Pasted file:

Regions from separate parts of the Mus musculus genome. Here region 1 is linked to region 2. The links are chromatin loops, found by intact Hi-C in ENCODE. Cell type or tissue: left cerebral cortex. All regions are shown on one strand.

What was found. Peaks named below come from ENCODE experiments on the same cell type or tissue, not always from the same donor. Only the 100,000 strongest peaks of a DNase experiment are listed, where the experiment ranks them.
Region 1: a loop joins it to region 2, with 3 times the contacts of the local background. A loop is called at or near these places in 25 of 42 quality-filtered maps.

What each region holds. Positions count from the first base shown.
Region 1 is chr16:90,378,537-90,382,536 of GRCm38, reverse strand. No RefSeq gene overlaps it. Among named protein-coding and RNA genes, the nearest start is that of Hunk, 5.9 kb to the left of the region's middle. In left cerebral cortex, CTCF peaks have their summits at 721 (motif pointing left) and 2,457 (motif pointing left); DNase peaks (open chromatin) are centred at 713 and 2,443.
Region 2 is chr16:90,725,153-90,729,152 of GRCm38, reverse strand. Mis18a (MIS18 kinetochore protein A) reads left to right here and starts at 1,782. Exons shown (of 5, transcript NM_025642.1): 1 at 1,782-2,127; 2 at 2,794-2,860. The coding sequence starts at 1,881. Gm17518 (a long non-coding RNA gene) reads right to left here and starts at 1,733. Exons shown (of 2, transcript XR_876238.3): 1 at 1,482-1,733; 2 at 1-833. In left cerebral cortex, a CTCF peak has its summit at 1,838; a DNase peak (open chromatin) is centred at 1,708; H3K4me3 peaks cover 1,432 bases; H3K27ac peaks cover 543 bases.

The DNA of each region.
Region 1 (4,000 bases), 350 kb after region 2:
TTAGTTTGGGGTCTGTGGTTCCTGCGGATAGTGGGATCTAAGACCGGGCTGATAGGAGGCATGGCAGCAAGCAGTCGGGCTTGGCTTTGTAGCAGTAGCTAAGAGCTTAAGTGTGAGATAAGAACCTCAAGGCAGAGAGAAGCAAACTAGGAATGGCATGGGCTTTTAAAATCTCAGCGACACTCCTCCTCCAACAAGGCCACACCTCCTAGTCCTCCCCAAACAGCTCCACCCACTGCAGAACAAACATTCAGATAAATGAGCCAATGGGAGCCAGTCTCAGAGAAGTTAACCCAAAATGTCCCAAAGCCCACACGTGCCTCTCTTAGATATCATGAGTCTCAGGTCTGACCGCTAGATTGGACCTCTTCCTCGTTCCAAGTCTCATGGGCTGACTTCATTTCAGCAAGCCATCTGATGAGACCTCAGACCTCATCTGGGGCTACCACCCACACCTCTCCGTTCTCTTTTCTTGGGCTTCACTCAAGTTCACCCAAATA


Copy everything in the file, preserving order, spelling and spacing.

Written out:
Regions from separate parts of the Mus musculus genome. Here region 1 is linked to region 2. The links are chromatin loops, found by intact Hi-C in ENCODE. Cell type or tissue: left cerebral cortex. All regions are shown on one strand.

What was found. Peaks named below come from ENCODE experiments on the same cell type or tissue, not always from the same donor. Only the 100,000 strongest peaks of a DNase experiment are listed, where the experiment ranks them.
Region 1: a loop joins it to region 2, with 3 times the contacts of the local background. A loop is called at or near these places in 25 of 42 quality-filtered maps.

What each region holds. Positions count from the first base shown.
Region 1 is chr16:90,378,537-90,382,536 of GRCm38, reverse strand. No RefSeq gene overlaps it. Among named protein-coding and RNA genes, the nearest start is that of Hunk, 5.9 kb to the left of the region's middle. In left cerebral cortex, CTCF peaks have their summits at 721 (motif pointing left) and 2,457 (motif pointing left); DNase peaks (open chromatin) are centred at 713 and 2,443.
Region 2 is chr16:90,725,153-90,729,152 of GRCm38, reverse strand. Mis18a (MIS18 kinetochore protein A) reads left to right here and starts at 1,782. Exons shown (of 5, transcript NM_025642.1): 1 at 1,782-2,127; 2 at 2,794-2,860. The coding sequence starts at 1,881. Gm17518 (a long non-coding RNA gene) reads right to left here and starts at 1,733. Exons shown (of 2, transcript XR_876238.3): 1 at 1,482-1,733; 2 at 1-833. In left cerebral cortex, a CTCF peak has its summit at 1,838; a DNase peak (open chromatin) is centred at 1,708; H3K4me3 peaks cover 1,432 bases; H3K27ac peaks cover 543 bases.

The DNA of each region.
Region 1 (4,000 bases), 350 kb after region 2:
TTAGTTTGGGGTCTGTGGTTCCTGCGGATAGTGGGATCTAAGACCGGGCTGATAGGAGGCATGGCAGCAAGCAGTCGGGCTTGGCTTTGTAGCAGTAGCTAAGAGCTTAAGTGTGAGATAAGAACCTCAAGGCAGAGAGAAGCAAACTAGGAATGGCATGGGCTTTTAAAATCTCAGCGACACTCCTCCTCCAACAAGGCCACACCTCCTAGTCCTCCCCAAACAGCTCCACCCACTGCAGAACAAACATTCAGATAAATGAGCCAATGGGAGCCAGTCTCAGAGAAGTTAACCCAAAATGTCCCAAAGCCCACACGTGCCTCTCTTAGATATCATGAGTCTCAGGTCTGACCGCTAGATTGGACCTCTTCCTCGTTCCAAGTCTCATGGGCTGACTTCATTTCAGCAAGCCATCTGATGAGACCTCAGACCTCATCTGGGGCTACCACCCACACCTCTCCGTTCTCTTTTCTTGGGCTTCACTCAAGTTCACCCAAATA